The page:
Fall feathers

Winter started early in Edmonton this year. We had a few snow days in mid-September and a few more in early October. The last two weeks though, have been relatively warm, with sunny afternoons in the low to mid-10s (Celcius). Early afternoons aren’t the birdiest in the Mill Creek Ravine woods, but I usually bring my camera just in case. Yesterday, I saw a Wilson’s Snipe! I’ve never seen one in that area before. I guess it picked an unusual stop on its migration south. Unfortunately for me, he/she mostly stayed behind tall dry grasses and naked shrubs, so I couldn’t focus my lens on the bird and snap a pretty photo. I also saw two beautiful woodpeckers – a male Hairy Woodpecker and a male Downy Woodpecker. The Downy Woodpecker gifted me a little camera action.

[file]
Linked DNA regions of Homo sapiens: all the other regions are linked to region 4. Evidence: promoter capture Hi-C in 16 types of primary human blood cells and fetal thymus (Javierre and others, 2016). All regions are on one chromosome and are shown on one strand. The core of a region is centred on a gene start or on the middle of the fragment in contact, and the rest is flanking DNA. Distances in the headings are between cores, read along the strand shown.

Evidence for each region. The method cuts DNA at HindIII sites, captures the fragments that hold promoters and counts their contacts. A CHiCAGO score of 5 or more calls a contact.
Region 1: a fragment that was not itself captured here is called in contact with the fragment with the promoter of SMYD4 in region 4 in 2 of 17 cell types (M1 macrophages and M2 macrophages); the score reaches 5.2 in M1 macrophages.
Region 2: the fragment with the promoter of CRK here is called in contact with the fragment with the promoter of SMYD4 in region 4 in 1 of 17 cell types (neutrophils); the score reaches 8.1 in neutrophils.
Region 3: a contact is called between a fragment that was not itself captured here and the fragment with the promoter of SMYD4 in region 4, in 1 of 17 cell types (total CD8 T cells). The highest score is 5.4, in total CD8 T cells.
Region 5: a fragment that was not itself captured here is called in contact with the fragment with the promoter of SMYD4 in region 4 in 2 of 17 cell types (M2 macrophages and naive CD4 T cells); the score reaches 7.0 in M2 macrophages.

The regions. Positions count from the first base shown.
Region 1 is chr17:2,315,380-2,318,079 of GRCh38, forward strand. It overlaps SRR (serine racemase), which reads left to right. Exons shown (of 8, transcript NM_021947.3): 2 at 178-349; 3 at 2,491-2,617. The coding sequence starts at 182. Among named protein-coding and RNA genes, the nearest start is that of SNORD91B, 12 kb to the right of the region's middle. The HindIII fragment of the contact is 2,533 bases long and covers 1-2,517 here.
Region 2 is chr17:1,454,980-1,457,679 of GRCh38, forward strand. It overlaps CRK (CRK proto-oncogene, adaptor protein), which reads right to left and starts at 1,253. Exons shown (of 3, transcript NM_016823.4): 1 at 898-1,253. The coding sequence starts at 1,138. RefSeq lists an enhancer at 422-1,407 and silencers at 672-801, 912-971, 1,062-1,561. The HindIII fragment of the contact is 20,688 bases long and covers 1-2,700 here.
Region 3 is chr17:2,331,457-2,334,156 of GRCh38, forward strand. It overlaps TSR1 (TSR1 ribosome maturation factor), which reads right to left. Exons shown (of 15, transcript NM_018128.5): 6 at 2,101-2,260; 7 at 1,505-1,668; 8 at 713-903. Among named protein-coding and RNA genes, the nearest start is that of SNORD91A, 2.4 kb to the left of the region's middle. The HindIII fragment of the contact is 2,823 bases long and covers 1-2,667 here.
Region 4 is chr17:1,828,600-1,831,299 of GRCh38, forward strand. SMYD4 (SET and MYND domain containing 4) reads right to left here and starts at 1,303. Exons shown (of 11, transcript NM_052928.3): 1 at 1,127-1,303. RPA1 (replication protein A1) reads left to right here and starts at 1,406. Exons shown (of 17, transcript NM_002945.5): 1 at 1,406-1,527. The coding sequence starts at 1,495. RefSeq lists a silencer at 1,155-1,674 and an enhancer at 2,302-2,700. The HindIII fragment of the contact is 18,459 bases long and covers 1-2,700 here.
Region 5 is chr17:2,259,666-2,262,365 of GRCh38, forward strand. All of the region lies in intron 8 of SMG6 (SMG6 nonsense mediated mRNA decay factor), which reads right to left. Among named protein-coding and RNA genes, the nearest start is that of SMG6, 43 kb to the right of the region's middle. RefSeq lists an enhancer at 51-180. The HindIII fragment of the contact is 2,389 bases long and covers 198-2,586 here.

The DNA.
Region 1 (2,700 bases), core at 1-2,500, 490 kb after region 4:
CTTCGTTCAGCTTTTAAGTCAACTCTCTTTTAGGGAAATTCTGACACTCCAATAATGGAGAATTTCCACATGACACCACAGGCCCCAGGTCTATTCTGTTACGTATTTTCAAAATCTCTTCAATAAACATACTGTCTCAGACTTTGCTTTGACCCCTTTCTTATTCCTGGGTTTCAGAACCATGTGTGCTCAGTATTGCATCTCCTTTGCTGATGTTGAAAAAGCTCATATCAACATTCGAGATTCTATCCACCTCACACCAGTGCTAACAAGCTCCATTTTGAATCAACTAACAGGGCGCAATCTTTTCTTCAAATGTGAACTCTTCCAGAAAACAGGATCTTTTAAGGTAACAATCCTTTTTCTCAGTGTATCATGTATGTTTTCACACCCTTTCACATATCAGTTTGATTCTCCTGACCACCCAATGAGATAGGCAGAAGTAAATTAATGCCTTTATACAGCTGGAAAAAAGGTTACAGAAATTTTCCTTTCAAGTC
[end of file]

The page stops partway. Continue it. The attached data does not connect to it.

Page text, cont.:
A little note on the Downy Woodpecker’s scientific name: it used to be Picoides pubescens but it is now Dryobates pubescens. Some time after 2015, most woodpeckers in the genus Picoides were moved to Dryobates or Leuconotopicus. The word Dryobates has a Greek origin and means woodland walker. Pubescens comes from Latin and means hairy or ripening. Downy Woodpeckers are the smallest woodpeckers in North America, but not in the world. (Wikipedia)